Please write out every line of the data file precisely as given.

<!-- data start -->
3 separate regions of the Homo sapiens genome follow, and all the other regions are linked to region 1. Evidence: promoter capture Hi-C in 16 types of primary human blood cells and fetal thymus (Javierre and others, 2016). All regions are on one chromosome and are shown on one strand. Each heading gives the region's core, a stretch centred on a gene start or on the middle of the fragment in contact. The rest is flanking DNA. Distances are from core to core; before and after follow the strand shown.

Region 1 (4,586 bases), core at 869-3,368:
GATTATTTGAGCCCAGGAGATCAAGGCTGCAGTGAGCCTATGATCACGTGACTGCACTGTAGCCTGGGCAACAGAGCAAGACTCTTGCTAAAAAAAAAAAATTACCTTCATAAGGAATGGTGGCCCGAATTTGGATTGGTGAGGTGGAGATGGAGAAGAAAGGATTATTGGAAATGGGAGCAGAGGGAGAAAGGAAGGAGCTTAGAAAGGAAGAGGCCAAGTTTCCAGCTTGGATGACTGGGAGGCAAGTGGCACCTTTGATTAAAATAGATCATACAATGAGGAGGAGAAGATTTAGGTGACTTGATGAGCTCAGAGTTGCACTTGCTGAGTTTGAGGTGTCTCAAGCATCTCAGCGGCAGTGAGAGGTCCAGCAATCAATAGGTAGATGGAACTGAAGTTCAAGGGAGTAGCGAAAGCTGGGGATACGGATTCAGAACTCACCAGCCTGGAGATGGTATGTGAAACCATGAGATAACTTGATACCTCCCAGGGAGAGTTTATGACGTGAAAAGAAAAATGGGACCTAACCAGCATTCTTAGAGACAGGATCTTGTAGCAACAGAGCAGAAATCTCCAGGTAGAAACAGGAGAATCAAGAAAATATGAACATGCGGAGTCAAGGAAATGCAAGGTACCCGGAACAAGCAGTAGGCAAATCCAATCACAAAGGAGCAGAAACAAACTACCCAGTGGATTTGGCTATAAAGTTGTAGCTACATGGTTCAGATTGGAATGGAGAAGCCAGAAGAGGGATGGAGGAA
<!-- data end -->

3 separate regions of the Homo sapiens genome follow, and all the other regions are linked to region 1. Evidence: promoter capture Hi-C in 16 types of primary human blood cells and fetal thymus (Javierre and others, 2016). All regions are on one chromosome and are shown on one strand. Each heading gives the region's core, a stretch centred on a gene start or on the middle of the fragment in contact. The rest is flanking DNA. Distances are from core to core; before and after follow the strand shown.

Region 1 (4,586 bases), core at 869-3,368:
GATTATTTGAGCCCAGGAGATCAAGGCTGCAGTGAGCCTATGATCACGTGACTGCACTGTAGCCTGGGCAACAGAGCAAGACTCTTGCTAAAAAAAAAAAATTACCTTCATAAGGAATGGTGGCCCGAATTTGGATTGGTGAGGTGGAGATGGAGAAGAAAGGATTATTGGAAATGGGAGCAGAGGGAGAAAGGAAGGAGCTTAGAAAGGAAGAGGCCAAGTTTCCAGCTTGGATGACTGGGAGGCAAGTGGCACCTTTGATTAAAATAGATCATACAATGAGGAGGAGAAGATTTAGGTGACTTGATGAGCTCAGAGTTGCACTTGCTGAGTTTGAGGTGTCTCAAGCATCTCAGCGGCAGTGAGAGGTCCAGCAATCAATAGGTAGATGGAACTGAAGTTCAAGGGAGTAGCGAAAGCTGGGGATACGGATTCAGAACTCACCAGCCTGGAGATGGTATGTGAAACCATGAGATAACTTGATACCTCCCAGGGAGAGTTTATGACGTGAAAAGAAAAATGGGACCTAACCAGCATTCTTAGAGACAGGATCTTGTAGCAACAGAGCAGAAATCTCCAGGTAGAAACAGGAGAATCAAGAAAATATGAACATGCGGAGTCAAGGAAATGCAAGGTACCCGGAACAAGCAGTAGGCAAATCCAATCACAAAGGAGCAGAAACAAACTACCCAGTGGATTTGGCTATAAAGTTGTAGCTACATGGTTCAGATTGGAATGGAGAAGCCAGAAGAGGGATGGAGGAA